“So when I made the mistake of missing the summer class and unfortunately being suspended for the first semester, I knew it.”
Speed did put in the work to return by taking courses at Gateway Technical College. He played the second semester of his senior year and graduated from St. Joseph in 1997.
But the interest from major colleges dried up.
Speed said he was already working to boost his ACT score high enough to qualify for the schools pursuing him, but the suspension incident was a critical blow, fair or not.
“I mean, absolutely,” Speed said when asked if it hurt to watch all those major college basketball programs fade away. “You’ve got to think about it: Here’s a kid that comes from Arkansas, single-parent home ...
“I think I handled it fine. A little frustrating, absolutely, just because the name, you build (it) up, and then the anticipation of possibly going to a great institution, and then you let it all fade away a little bit, it was a tough cookie to swallow.”
But there was still a chance at redemption.
Speed played for two years at Dodge City Community College in Dodge City, Kan., and he didn’t just succeed on the court.
“Andre did excellent in the classroom, just tremendous,” Dodge City coach Mike Rohn told the News in April of 1998. “He finished with a 3.4 grade-point average in the first semester and just missed being on the honor roll.”
After two years at Dodge City, Speed went to Centenary. He was playing Division I basketball, but he had left a different opportunity on the table, a decision he now says he regrets.
Playing for Wisconsin at the time were guys that Speed competed against in high school, such as Whitefish Bay Dominican product Andy Kowske and Milwaukee Pius XI product Mike Kelley.
Wisconsin coach Dick Bennett had apparently not forgotten about Speed, either.
“We had a meeting, sat down and had a great conversation for me to walk on that year (1999-2000),” Speed said. “The offer was I walk on that year, and then I catch a full ride the following semester, because all of the scholarships were taken up.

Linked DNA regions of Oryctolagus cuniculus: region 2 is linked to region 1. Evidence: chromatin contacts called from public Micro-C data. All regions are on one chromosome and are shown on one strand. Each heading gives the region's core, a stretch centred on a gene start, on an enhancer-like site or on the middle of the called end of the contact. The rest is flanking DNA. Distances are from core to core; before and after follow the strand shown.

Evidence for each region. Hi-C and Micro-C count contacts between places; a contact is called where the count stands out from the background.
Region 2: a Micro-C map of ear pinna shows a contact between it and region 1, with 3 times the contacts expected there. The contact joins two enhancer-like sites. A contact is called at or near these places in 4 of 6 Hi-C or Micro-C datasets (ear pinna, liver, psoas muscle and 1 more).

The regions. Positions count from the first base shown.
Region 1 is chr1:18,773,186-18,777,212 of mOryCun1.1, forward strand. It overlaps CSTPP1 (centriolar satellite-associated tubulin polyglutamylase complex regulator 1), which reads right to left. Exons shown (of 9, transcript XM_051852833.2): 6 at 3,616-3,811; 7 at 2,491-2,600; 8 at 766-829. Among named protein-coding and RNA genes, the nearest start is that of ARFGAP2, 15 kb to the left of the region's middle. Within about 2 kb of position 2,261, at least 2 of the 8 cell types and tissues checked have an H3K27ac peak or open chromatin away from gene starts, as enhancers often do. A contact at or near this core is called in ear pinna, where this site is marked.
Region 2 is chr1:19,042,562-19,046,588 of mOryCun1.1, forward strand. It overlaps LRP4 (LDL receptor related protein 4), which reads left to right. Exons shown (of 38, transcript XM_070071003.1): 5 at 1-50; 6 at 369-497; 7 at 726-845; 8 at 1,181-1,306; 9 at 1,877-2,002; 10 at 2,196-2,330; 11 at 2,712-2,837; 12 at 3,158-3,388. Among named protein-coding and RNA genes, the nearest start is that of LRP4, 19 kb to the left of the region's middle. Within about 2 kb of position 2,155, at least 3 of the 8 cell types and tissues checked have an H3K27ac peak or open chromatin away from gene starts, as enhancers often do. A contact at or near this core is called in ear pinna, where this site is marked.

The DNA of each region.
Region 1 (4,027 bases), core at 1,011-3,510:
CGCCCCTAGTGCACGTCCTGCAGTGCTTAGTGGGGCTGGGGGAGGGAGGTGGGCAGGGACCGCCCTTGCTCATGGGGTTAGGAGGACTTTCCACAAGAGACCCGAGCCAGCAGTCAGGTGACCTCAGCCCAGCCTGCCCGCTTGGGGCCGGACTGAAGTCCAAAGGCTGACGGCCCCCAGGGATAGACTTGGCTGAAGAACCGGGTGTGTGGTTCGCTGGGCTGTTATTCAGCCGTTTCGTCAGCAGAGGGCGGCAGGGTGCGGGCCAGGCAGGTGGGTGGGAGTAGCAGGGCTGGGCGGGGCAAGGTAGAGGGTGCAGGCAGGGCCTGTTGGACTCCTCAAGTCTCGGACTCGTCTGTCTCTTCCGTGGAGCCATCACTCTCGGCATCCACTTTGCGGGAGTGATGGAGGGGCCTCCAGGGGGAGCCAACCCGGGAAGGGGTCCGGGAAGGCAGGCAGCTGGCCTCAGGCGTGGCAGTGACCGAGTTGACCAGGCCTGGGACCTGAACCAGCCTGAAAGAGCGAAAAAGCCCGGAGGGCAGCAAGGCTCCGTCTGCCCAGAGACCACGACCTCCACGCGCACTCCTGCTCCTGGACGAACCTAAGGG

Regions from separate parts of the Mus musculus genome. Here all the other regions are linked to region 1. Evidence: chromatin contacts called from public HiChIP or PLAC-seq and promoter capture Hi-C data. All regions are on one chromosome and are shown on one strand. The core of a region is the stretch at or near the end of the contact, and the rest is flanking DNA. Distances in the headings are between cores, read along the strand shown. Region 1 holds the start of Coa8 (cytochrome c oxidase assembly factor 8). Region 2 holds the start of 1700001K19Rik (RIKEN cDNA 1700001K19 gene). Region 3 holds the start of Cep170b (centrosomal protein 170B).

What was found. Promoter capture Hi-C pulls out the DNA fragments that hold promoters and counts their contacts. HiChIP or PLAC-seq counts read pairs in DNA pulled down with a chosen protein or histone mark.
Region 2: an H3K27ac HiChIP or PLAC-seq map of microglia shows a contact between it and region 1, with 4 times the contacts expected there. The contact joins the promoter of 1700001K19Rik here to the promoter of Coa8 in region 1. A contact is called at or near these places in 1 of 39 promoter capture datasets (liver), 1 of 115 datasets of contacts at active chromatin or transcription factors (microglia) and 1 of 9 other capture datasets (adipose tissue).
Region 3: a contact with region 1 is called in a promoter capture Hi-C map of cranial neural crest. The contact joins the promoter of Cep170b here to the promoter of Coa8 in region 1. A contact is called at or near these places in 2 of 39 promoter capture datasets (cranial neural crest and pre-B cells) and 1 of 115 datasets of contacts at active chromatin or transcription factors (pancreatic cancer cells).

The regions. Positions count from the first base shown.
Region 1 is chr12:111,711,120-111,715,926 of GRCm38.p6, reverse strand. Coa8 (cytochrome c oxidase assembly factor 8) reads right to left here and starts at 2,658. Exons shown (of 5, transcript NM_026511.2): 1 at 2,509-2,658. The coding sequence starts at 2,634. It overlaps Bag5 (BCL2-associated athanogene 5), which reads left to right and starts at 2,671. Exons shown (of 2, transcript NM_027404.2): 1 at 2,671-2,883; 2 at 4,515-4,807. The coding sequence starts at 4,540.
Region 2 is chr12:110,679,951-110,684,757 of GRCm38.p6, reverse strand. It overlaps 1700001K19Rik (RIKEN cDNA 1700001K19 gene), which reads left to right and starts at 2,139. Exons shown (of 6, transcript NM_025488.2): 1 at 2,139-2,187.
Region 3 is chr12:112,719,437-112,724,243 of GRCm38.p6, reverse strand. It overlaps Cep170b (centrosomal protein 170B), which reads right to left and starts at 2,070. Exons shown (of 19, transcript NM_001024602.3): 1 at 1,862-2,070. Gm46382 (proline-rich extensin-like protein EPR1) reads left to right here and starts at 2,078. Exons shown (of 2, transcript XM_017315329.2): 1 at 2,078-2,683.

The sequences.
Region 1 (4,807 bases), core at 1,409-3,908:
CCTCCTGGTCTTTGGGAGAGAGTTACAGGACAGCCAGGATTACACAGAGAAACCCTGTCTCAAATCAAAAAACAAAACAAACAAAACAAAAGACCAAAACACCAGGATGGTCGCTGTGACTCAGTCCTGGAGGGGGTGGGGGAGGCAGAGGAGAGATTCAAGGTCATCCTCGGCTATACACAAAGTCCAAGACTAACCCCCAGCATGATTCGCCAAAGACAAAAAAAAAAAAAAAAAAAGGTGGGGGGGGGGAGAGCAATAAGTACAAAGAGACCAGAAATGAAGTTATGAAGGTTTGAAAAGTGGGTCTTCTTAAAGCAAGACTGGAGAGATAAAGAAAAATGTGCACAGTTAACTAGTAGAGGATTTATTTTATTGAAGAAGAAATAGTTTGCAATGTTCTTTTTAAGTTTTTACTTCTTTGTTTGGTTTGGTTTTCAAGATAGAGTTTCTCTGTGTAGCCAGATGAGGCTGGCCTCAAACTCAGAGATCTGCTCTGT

“(Bennett) remembered who I was, because I attended one of his camps, and he always followed me. … But to make a long story short, I didn’t accept it, because I didn’t know where the funds to pay for my tuition (were) going to come from. So I was a little scared.
“But now thinking back on it, I promise you I would’ve took that offer.”
Instead, Speed played in just eight games that season at Centenary. The Badgers, meanwhile, made a Cinderella run to the Final Four.
“It was rough,” Speed said of watching Wisconsin reach the Final Four in 2000. “Every night, I was like, ‘Oh, wow, I had that opportunity.’
“I’ve got friends calling me from Madison saying, ‘Dre, you should’ve been on that team. You were on that team. I can’t believe you let that go.’”
Centenary, meanwhile, “just didn’t fit,” according to Speed. So he decided to come home and end his playing career.
“I just had to come to grips with myself,” Speed said. “’Do I want to continue furthering on my career, or do I just say, ‘You know what, I have to face reality and just say, it’s time for the real world?’
“And so I chose the real world.”
Speed found regular jobs, but the idea of pursuing a college degree never left him.
For that, he credited the Gagliardi family, who — as Speed puts it — basically took him in while he was at St. Joseph. He called Frank Gagliardi, now an attorney in Paddock Lake, his “best friend.”
It was Frank’s mother, Kathryn, who kept pushing the value of education on Speed.
“She used to say, ‘Andre, there’s more to life than just basketball,’” Speed said. “’You’re going to need your degrees, you’re going to need your education.’
“Education, education, education, education. She used to always say that, ‘Listen, I finished my education late. If you ever come into a situation, don’t ever be afraid to finish your education.’
“And so that always stuck with me.”
And so, Andre Speed, more than 20 years after he was a can’t-miss basketball prodigy at St. Joseph, is about to get his master’s degree.